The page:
Area, Point and Self-Defence

In area defence MANPADS are used either to break up, harass and destroy attacking enemy air formations or else to force them up into the higher altitudes where they can be tackled under the best possible conditions by sensor-guided anti-aircraft missiles and/or gun systems.

In point defence, such as the protection of airfields, bridges and radar stations, etc., MANPADS are used essentially to destroy the attacker before he can make use of his weapons.

The originally intended use of MANPADS for self-defence pure and simple, as a form of close-in weapon system or "anti-aircraft grenade-launcher", has, in spite of undoubted successes in the Falklands and in Afghanistan, somewhat lost its importance. In many countries it is now reckoned that a more cost-effective use of MANPADS against the multiplicity of threats from the air is to integrate them in an efficient early warning and gun-control system. In the absence of some effective means of alerting the marksman to the nature of the threat, and because of the still unresolved problem of finding a really reliable IFF system, the hit probability decreases in direct proportion to the increase in the risk of engaging one's own aircraft.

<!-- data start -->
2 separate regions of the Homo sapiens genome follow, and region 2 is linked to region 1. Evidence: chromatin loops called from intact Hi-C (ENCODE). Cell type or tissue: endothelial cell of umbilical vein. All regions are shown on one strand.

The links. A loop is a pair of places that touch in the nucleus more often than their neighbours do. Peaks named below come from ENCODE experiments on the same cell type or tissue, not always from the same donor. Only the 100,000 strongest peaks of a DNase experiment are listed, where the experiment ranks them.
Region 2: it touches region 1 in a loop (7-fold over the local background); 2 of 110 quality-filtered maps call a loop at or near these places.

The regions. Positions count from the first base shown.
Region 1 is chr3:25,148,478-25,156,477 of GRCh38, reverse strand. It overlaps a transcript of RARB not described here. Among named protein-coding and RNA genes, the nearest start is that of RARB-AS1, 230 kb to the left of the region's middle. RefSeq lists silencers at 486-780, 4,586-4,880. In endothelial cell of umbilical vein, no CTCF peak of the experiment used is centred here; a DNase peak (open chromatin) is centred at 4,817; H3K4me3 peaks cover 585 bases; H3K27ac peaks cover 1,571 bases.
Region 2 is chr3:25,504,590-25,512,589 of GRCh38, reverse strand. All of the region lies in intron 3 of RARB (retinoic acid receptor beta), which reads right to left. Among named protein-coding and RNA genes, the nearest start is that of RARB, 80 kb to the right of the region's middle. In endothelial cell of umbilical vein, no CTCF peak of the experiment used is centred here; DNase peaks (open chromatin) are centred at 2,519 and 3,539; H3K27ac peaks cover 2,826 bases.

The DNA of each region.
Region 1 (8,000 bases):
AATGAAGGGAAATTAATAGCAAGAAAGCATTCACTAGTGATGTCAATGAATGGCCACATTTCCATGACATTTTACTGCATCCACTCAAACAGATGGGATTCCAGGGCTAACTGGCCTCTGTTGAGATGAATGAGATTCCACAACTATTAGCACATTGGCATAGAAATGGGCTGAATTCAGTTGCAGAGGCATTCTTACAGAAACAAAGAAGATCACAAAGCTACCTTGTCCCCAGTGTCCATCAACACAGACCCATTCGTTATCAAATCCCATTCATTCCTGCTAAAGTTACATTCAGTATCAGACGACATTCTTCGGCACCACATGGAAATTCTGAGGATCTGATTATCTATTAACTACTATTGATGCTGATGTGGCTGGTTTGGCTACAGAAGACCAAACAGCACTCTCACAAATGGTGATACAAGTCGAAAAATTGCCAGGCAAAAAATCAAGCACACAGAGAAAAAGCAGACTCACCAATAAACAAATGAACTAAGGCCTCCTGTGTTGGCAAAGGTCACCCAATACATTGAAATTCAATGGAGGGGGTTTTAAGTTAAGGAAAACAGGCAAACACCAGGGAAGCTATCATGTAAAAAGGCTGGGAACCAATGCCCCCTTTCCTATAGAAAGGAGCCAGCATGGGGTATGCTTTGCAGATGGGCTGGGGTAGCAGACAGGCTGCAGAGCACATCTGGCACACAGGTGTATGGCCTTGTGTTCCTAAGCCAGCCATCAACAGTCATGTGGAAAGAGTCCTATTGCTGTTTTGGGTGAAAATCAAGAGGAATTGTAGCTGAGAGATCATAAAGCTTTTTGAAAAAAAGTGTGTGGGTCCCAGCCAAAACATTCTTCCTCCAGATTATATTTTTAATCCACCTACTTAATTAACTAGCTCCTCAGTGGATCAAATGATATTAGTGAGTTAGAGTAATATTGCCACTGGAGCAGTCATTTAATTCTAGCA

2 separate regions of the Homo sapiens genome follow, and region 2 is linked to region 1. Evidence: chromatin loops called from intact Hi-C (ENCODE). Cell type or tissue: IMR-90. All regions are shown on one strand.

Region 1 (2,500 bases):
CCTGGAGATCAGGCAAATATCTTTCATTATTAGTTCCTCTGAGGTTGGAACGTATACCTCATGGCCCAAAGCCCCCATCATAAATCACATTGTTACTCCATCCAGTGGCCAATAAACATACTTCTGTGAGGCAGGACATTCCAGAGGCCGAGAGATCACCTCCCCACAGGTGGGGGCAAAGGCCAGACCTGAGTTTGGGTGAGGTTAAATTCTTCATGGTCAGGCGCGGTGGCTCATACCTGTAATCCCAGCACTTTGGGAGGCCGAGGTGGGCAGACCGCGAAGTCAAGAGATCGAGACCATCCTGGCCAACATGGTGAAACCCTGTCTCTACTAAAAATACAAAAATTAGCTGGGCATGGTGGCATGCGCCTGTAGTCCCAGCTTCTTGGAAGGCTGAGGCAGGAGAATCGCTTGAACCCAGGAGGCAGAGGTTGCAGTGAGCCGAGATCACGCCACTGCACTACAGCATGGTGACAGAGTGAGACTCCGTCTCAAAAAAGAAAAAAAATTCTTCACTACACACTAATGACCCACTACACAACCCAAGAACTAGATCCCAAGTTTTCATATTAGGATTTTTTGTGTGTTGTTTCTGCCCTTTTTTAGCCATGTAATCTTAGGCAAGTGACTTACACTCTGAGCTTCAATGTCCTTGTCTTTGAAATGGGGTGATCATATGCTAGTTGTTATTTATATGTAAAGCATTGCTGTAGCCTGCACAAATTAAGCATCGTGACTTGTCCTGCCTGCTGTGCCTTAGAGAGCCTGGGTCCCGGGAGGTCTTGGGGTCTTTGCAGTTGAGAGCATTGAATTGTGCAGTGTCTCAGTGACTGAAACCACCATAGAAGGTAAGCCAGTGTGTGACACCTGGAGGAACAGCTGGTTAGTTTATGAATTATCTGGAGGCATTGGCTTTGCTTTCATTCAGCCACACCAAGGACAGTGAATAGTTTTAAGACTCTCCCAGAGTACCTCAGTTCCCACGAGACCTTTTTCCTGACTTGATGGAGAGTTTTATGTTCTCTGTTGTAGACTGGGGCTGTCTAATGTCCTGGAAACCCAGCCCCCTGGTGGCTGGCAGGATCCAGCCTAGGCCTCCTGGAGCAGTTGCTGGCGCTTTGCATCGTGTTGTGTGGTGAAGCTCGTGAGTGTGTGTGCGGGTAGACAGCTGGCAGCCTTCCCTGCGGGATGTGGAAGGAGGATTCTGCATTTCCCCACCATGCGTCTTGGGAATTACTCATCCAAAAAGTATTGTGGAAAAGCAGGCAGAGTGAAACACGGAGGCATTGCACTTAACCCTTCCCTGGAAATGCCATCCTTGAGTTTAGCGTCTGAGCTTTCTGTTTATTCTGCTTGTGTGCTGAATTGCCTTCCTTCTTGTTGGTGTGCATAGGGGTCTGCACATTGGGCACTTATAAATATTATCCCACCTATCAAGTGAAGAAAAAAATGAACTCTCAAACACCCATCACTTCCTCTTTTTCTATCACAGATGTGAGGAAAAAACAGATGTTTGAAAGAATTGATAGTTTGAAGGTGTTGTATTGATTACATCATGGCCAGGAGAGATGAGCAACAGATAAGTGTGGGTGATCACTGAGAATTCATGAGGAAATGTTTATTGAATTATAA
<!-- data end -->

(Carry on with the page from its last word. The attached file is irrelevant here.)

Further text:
MANPADS in Action

Armed with some 2 000 SA-7 Strelas, the Arab forces in the Yom Kippur war brought down no less than twelve Israeli aircraft. Another eighteen were hit by this heat-seeking missile but were able to regain their home base owing to the poor terminal effect of the missile head.